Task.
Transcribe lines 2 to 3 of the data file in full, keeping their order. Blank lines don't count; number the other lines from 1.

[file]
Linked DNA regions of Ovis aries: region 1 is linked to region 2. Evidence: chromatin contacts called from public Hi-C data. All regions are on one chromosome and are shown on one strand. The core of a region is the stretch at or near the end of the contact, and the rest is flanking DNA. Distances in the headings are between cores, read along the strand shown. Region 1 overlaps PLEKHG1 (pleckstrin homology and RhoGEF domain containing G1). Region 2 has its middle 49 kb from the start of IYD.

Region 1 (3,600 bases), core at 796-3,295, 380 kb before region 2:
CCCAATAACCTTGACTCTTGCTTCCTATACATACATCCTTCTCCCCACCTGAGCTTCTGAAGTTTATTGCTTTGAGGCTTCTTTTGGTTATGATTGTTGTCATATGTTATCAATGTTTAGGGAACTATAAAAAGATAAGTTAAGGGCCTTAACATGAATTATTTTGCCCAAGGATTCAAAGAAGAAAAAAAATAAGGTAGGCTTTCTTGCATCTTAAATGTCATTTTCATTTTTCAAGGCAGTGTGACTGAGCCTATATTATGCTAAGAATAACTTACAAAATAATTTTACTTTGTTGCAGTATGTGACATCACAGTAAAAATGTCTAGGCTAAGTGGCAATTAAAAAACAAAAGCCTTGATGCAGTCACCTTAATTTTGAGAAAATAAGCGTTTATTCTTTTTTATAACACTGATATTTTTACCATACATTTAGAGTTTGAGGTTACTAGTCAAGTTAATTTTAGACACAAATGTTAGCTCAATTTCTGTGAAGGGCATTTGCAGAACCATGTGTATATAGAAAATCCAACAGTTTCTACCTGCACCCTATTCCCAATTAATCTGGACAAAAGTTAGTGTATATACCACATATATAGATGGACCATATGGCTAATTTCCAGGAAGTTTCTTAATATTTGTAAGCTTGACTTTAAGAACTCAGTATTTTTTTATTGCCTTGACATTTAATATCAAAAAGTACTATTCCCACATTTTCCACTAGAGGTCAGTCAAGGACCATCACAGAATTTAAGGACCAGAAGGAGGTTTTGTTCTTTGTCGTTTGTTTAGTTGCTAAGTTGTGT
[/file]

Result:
Region 1 (3,600 bases), core at 796-3,295, 380 kb before region 2:
CCCAATAACCTTGACTCTTGCTTCCTATACATACATCCTTCTCCCCACCTGAGCTTCTGAAGTTTATTGCTTTGAGGCTTCTTTTGGTTATGATTGTTGTCATATGTTATCAATGTTTAGGGAACTATAAAAAGATAAGTTAAGGGCCTTAACATGAATTATTTTGCCCAAGGATTCAAAGAAGAAAAAAAATAAGGTAGGCTTTCTTGCATCTTAAATGTCATTTTCATTTTTCAAGGCAGTGTGACTGAGCCTATATTATGCTAAGAATAACTTACAAAATAATTTTACTTTGTTGCAGTATGTGACATCACAGTAAAAATGTCTAGGCTAAGTGGCAATTAAAAAACAAAAGCCTTGATGCAGTCACCTTAATTTTGAGAAAATAAGCGTTTATTCTTTTTTATAACACTGATATTTTTACCATACATTTAGAGTTTGAGGTTACTAGTCAAGTTAATTTTAGACACAAATGTTAGCTCAATTTCTGTGAAGGGCATTTGCAGAACCATGTGTATATAGAAAATCCAACAGTTTCTACCTGCACCCTATTCCCAATTAATCTGGACAAAAGTTAGTGTATATACCACATATATAGATGGACCATATGGCTAATTTCCAGGAAGTTTCTTAATATTTGTAAGCTTGACTTTAAGAACTCAGTATTTTTTTATTGCCTTGACATTTAATATCAAAAAGTACTATTCCCACATTTTCCACTAGAGGTCAGTCAAGGACCATCACAGAATTTAAGGACCAGAAGGAGGTTTTGTTCTTTGTCGTTTGTTTAGTTGCTAAGTTGTGT